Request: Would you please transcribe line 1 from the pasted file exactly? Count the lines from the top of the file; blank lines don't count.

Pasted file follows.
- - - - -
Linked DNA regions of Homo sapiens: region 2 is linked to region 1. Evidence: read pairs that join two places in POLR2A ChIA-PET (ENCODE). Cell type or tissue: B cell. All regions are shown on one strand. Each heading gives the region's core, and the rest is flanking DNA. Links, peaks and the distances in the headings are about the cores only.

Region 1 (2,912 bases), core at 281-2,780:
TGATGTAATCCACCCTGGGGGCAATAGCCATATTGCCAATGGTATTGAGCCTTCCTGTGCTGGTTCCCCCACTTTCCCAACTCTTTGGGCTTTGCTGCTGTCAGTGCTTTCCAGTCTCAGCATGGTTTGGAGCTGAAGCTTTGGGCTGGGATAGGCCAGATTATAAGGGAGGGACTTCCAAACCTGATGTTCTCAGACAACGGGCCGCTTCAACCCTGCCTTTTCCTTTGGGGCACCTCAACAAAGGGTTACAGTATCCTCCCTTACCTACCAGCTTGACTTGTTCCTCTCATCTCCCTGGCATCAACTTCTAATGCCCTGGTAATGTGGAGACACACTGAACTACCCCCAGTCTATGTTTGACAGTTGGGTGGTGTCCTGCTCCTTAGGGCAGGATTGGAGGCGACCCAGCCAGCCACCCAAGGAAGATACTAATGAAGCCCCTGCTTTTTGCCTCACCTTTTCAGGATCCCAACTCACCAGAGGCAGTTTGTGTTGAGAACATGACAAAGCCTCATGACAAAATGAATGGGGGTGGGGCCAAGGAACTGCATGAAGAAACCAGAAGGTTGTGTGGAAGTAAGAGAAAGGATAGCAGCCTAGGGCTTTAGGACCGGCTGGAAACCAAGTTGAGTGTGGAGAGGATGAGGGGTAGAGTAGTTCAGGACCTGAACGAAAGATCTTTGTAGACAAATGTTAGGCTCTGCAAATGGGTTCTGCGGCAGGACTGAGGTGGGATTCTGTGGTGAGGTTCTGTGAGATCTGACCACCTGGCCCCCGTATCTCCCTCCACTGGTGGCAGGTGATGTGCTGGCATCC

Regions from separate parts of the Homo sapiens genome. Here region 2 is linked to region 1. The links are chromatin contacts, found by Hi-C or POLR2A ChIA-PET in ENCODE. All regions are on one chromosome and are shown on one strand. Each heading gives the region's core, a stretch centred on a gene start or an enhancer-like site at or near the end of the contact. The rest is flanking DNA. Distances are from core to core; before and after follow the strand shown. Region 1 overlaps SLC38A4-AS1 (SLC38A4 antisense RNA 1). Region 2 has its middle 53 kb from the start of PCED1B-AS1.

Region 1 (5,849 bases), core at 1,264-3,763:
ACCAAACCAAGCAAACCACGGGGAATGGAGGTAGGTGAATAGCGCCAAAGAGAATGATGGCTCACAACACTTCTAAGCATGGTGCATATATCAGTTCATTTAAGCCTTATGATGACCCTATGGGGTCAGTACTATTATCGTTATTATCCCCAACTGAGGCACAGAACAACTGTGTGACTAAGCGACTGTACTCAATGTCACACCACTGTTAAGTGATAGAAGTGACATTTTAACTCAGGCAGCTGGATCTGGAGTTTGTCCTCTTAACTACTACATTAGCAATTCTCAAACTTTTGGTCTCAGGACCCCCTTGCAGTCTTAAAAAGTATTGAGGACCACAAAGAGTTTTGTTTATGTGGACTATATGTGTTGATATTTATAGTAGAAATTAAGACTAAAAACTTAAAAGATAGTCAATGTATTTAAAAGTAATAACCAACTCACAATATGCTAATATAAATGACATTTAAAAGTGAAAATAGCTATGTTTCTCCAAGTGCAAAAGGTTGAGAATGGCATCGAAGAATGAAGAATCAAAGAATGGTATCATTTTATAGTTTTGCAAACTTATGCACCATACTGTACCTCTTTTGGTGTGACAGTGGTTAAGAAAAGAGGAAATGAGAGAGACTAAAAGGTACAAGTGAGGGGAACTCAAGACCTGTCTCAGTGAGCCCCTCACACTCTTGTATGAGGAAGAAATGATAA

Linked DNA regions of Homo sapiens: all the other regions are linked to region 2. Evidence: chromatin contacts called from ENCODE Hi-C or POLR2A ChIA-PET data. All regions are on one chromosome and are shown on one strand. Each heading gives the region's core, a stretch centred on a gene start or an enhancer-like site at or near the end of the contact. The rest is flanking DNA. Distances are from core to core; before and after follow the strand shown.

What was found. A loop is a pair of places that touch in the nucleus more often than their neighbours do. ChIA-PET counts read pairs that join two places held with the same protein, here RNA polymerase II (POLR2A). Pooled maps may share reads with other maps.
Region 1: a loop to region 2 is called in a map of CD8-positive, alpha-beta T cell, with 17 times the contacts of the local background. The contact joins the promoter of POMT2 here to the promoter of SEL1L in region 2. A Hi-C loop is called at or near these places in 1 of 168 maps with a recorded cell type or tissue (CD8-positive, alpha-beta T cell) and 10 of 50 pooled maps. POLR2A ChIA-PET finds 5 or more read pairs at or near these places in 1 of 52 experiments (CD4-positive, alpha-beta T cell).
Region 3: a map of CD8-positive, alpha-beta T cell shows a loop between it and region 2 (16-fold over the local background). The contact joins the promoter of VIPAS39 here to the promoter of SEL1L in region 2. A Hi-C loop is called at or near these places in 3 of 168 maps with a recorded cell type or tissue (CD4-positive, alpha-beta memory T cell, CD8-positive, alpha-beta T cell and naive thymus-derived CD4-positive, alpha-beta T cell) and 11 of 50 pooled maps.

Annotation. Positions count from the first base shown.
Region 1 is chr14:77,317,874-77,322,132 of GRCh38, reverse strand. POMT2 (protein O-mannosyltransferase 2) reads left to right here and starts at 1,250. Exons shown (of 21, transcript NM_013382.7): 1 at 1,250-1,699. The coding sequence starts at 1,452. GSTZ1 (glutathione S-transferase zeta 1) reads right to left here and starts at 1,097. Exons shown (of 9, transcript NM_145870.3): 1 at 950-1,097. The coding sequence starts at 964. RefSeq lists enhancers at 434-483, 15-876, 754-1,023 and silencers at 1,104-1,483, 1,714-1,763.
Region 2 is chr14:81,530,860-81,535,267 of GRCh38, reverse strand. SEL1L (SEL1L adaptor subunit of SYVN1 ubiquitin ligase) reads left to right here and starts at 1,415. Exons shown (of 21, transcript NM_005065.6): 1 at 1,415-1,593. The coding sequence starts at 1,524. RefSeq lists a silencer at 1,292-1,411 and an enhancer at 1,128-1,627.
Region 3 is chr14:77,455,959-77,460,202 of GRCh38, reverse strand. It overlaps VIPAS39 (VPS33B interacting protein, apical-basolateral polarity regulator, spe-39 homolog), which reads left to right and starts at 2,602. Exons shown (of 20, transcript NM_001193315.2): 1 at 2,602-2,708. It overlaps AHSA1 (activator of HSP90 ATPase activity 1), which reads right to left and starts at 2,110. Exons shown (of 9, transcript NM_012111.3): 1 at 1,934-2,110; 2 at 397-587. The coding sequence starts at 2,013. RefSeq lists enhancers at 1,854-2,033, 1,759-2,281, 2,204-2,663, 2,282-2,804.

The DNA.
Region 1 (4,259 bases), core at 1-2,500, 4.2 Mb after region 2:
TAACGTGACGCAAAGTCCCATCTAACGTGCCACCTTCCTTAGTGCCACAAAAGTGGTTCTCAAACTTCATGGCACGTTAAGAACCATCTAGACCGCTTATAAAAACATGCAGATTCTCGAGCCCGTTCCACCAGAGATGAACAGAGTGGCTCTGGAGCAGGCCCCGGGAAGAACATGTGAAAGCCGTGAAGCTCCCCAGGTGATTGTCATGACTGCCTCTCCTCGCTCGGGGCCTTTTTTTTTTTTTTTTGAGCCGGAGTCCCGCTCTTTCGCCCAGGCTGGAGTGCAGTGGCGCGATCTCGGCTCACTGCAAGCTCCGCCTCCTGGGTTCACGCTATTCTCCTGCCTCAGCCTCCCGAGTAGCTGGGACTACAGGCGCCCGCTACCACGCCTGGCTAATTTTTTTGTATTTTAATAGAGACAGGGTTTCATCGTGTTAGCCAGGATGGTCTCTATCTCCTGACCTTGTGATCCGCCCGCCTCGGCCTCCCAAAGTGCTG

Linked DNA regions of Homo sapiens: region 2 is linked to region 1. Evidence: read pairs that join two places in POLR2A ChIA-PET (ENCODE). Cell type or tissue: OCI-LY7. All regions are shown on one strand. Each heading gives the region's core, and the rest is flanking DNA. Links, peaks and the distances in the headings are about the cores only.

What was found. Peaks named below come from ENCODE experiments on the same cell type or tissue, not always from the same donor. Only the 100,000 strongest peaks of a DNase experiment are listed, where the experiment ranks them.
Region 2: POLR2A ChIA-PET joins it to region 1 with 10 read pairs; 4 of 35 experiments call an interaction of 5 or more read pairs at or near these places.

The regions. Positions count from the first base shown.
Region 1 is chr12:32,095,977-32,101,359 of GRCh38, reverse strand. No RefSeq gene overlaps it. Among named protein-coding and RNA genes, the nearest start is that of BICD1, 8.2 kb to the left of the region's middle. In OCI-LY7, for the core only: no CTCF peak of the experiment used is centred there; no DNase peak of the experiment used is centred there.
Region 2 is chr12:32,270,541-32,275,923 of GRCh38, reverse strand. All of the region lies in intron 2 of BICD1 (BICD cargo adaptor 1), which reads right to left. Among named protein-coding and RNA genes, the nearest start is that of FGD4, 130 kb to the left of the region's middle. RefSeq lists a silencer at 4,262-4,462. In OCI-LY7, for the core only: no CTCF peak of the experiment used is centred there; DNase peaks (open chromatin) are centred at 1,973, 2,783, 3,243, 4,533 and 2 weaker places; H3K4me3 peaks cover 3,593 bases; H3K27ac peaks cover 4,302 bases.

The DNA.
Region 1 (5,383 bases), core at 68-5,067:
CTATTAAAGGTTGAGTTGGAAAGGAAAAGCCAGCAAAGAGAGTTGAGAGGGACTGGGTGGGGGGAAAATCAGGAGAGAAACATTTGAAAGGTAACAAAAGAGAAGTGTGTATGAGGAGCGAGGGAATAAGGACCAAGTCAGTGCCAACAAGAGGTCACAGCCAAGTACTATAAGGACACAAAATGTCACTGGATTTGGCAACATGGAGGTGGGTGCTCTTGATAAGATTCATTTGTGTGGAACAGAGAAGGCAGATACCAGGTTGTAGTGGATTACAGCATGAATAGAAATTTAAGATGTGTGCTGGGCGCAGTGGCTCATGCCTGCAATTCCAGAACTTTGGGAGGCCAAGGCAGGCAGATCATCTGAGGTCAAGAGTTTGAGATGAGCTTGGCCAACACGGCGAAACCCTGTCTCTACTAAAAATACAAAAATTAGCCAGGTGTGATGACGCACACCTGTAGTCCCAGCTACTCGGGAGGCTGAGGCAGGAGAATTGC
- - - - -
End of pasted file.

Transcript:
Linked DNA regions of Homo sapiens: region 2 is linked to region 1. Evidence: read pairs that join two places in POLR2A ChIA-PET (ENCODE). Cell type or tissue: B cell. All regions are shown on one strand. Each heading gives the region's core, and the rest is flanking DNA. Links, peaks and the distances in the headings are about the cores only.